Robert Herjavec | Arlene Dickinson | Jim Treliving | Kevin O’Leary | Laurence Lewin | Intro | Hand sanitizer | Flexible glass | Tidal power | Online job board |
In this exclusive Q&A, the hard-nosed investors of CBC-TV’s Dragons’ Den identify what too many entrepreneurs get wrong — and why they have trouble getting it right.
Laurence Lewin, President & COO, La Senza Corp., Montreal
In 1990, while working for apparel retailer Suzy Shier in Montreal, accountant-turned-computer programmer Laurence Lewin co-founded La Senza, a lingerie retailer that today boasts more than 700 stores around the world. Although the company was acquired in January by Columbus, Ohio-based Limited Brands — the parent company of Victoria’s Secret — Lewin remains its president and COO.
What’s the best business mistake you’ve ever made?
Trying to own and operate La Senza in the U.K. My team and I are very much micro-managers, so it was very hard to operate our business from 3,000 miles away in what is a different culture — even though I was born there, and they speak the same language. But that mistake generated the idea of licensing the corporation and La Senza’s brand in countries other than Canada, and that has been brilliantly successful.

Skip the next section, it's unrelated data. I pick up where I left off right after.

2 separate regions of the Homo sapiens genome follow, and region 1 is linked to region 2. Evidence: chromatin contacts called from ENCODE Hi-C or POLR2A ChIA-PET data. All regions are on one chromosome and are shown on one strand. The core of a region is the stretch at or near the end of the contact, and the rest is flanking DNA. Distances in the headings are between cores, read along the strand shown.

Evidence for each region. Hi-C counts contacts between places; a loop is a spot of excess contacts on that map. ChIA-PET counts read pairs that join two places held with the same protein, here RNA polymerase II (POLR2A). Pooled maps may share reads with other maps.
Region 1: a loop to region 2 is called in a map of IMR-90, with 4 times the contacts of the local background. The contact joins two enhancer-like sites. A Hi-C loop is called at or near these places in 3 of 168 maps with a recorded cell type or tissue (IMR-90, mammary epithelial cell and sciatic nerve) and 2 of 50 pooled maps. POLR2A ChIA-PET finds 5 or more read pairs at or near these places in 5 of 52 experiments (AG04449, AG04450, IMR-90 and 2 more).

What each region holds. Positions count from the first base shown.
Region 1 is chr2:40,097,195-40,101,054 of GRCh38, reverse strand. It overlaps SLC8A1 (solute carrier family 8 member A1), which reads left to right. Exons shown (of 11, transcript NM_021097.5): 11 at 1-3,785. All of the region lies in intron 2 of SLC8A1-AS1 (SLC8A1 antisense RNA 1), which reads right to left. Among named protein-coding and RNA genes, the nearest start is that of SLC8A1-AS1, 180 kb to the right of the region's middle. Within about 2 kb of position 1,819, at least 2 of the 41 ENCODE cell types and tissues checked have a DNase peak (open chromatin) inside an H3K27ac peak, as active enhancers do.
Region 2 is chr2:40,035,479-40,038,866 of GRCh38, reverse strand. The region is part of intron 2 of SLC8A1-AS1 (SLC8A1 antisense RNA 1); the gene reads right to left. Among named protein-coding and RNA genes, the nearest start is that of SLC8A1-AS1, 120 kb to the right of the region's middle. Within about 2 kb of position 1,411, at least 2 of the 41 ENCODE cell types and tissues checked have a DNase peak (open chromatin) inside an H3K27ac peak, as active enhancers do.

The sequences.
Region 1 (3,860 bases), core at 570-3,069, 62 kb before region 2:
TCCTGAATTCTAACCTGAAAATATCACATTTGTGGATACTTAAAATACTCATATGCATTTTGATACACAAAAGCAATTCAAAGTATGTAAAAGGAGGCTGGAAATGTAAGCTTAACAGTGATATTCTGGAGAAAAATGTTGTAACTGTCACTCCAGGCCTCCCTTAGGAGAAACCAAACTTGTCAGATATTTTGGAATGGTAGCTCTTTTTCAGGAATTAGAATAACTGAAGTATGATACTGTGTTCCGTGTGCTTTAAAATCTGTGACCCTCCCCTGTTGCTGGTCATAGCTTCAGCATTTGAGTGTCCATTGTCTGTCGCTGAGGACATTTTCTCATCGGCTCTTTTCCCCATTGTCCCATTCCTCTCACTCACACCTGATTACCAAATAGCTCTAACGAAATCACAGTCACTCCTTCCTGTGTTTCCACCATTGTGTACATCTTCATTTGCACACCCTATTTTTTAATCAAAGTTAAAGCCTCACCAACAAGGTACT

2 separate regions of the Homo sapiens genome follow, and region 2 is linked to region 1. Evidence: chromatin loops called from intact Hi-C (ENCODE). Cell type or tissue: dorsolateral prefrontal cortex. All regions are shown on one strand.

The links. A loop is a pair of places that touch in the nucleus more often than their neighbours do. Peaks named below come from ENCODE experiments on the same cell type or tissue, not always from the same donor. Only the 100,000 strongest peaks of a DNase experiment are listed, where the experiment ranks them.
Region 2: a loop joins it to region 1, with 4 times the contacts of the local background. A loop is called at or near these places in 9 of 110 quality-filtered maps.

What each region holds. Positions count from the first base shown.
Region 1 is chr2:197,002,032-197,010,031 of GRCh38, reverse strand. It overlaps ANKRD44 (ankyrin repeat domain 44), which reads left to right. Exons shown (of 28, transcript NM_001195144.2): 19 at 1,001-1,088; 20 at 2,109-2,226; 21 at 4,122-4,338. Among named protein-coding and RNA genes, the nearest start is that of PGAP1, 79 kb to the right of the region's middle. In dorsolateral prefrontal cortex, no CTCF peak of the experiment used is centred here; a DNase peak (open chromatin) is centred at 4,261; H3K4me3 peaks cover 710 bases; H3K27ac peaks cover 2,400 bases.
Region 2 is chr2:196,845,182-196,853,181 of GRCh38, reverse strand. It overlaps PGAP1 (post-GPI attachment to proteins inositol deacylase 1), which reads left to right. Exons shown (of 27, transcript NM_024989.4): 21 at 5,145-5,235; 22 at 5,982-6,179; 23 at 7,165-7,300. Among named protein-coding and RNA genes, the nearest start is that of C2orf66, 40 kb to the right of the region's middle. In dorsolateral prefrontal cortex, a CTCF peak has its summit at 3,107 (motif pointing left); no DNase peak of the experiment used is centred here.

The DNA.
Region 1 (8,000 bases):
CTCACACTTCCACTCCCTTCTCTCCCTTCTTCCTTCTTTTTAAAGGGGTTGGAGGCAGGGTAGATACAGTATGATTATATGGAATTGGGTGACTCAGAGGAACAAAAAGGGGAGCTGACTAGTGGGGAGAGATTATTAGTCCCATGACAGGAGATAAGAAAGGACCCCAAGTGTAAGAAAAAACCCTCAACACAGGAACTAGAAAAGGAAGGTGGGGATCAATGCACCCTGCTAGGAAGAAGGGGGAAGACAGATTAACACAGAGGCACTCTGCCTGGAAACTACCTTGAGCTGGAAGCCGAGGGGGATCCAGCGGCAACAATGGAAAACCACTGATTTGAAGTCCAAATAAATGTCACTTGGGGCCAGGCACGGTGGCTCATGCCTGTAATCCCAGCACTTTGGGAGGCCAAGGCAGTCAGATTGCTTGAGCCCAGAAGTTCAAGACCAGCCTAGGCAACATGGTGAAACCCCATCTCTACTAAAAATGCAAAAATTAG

Complete the following sentence: You can tell I’m interested in your opportunity when…
I keep quiet, because it means I’m listening.
What’s the fastest way to turn you off a pitch?
Be arrogant. A person pointing their finger at you and telling you what are facts in their mind but with no substance to support it.
What’s the most common fundraising flaw you see in entrepreneurs?
They don’t have enough facts. You can have a good gut feel that a business would be exciting, but if you can’t substantiate it, then you’re dead before you start.
What element is most commonly missing from entrepreneurs’ pitches?
An understanding of their true costs. We might ask, “How much will this product cost you to manufacture?” And so many don’t know.
Which Dragon would you least like present to?
Me, because I’m a numbers person. I see numbers in my head as people are talking, and if they don’t add up, I get turned off very quickly.
What’s the key to startup success?
You have to have an unshakable passion in what you’re doing. If you don’t have that drive, if you don’t give all your time to it, you’ll fail.